A lot vs. Alot: 9 Grammatical Pitfalls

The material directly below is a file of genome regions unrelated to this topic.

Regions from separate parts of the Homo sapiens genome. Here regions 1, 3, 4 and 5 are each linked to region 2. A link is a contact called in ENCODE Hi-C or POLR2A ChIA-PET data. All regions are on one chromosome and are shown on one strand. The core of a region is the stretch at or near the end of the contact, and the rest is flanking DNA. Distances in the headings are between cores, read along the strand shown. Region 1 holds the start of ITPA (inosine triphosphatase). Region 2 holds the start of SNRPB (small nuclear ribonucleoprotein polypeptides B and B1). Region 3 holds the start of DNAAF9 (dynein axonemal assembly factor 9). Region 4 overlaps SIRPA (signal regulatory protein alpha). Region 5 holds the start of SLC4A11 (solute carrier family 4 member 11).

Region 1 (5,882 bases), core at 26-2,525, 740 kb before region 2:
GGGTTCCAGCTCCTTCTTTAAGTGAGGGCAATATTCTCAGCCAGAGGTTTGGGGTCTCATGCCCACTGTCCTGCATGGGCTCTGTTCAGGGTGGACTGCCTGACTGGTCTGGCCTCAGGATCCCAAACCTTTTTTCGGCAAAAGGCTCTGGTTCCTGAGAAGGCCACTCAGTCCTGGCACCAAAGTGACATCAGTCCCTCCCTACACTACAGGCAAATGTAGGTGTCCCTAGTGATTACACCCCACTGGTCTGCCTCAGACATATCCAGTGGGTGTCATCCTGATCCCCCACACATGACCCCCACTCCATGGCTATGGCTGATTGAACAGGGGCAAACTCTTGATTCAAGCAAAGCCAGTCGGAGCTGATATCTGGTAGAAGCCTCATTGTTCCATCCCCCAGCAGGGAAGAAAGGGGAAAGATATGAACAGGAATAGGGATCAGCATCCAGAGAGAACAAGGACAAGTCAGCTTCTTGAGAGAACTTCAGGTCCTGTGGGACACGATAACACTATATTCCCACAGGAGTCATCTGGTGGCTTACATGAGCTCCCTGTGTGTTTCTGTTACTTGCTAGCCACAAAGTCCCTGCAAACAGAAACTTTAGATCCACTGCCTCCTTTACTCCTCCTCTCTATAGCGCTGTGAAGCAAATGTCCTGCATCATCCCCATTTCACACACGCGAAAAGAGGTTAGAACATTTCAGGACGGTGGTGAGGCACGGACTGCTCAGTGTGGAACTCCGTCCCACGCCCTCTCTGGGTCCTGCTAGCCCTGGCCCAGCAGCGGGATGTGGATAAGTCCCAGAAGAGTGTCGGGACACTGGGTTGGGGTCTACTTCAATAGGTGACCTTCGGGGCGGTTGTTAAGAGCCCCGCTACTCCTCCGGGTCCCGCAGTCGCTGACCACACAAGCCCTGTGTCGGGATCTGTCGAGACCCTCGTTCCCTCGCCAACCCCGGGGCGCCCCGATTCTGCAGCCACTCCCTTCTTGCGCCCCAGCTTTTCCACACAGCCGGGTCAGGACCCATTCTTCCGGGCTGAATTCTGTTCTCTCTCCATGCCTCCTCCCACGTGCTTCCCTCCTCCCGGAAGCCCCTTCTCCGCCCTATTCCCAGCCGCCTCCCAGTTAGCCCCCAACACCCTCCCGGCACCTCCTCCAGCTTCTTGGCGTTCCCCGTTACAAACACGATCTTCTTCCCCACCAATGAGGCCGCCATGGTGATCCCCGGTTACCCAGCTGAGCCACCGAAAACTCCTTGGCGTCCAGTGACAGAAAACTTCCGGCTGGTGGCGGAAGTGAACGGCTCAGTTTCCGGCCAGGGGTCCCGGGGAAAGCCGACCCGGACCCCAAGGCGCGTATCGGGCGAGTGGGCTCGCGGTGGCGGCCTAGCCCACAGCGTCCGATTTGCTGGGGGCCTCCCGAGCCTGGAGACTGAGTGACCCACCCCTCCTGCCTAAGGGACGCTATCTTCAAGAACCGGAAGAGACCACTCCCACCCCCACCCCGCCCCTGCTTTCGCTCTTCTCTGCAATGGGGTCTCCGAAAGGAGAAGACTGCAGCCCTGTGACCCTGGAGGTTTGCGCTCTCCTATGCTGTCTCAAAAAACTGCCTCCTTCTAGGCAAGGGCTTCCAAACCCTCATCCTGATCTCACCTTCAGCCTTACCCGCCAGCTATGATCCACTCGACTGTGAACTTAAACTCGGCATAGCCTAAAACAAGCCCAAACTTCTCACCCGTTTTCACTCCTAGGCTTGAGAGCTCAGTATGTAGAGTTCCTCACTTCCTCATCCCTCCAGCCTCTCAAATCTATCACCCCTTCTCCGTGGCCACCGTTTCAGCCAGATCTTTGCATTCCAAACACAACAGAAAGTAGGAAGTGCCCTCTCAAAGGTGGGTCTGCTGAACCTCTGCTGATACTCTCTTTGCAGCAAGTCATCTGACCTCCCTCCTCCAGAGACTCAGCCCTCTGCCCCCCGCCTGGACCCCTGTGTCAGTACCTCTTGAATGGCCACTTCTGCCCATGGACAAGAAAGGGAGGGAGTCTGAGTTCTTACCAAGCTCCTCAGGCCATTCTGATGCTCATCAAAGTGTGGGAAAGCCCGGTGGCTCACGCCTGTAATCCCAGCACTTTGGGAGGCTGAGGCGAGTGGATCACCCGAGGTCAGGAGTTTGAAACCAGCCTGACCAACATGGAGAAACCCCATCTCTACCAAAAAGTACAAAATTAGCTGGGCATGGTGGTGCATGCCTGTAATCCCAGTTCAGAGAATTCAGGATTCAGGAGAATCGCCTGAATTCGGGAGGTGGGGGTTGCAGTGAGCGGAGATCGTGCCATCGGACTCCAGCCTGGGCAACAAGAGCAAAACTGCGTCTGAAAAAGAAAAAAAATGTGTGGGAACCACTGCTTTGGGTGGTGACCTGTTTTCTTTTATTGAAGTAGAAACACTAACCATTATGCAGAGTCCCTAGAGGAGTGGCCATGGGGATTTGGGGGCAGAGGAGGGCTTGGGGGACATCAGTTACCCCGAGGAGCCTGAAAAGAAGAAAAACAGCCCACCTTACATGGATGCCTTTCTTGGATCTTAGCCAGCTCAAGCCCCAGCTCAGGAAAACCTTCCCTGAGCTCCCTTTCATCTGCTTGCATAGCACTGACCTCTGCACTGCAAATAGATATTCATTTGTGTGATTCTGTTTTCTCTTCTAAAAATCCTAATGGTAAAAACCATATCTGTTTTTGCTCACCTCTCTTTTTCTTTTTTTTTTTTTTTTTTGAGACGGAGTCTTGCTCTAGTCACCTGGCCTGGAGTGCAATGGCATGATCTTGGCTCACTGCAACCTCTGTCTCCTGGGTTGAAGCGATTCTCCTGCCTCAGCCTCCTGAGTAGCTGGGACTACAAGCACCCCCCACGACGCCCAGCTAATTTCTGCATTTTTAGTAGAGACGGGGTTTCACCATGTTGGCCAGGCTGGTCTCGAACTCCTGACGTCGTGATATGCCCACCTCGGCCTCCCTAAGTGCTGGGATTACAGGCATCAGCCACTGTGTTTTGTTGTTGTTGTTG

highlanders, or hillmen, the name given to the descendants of one of the sons of Canaan (Gen. 14:7), called Amurra or Amurri in the Assyrian and Egyptian inscriptions. On the early Babylonian monuments all Syria, including Palestine, is known as "the land of the Amorites." The southern slopes of the mountains of Judea are called the "mount of the Amorites" (Deut. 1:7, 19, 20). They seem to have originally occupied the land stretching from the heights west of the Dead Sea (Gen. 14:7) to Hebron (13. Comp. 13:8; Deut. 3:8; 4:46-48), embracing "all Gilead and all Bashan" (Deut. 3:10), with the Jordan valley on the east of the river (4:49), the land of the "two kings of the Amorites," Sihon and Og (Deut. 31:4; Josh. 2:10; 9:10). The five kings of the Amorites were defeated with great slaughter by Joshua (10:10). They were again defeated at the waters of Merom by Joshua, who smote them till there were none remaining (Josh. 11:8). It is mentioned as a surprising circumstance that in the days of Samuel there was peace between them and the Israelites (1 Sam. 7:14). The discrepancy supposed to exist between Deut. 1:44 and Num. 14:45 is explained by the circumstance that the terms "Amorites" and "Amalekites" are used synonymously for the "Canaanites." In the same way we explain the fact that the "Hivites" of Gen. 34:2 are the "Amorites" of 48:22. Comp. Josh. 10:6; 11:19 with 2 Sam. 21:2; also Num. 14:45 with Deut. 1:44. The Amorites were warlike mountaineers. They are represented on the Egyptian monuments with fair skins, light hair, blue eyes, aquiline noses, and pointed beards. They are supposed to have been men of great stature; their king, Og, is described by Moses as the last "of the remnant of the giants" (Deut. 3:11). Both Sihon and Og were independent kings. Only one word of the Amorite language survives, "Shenir," the name they gave to Mount Hermon (Deut. 3:9).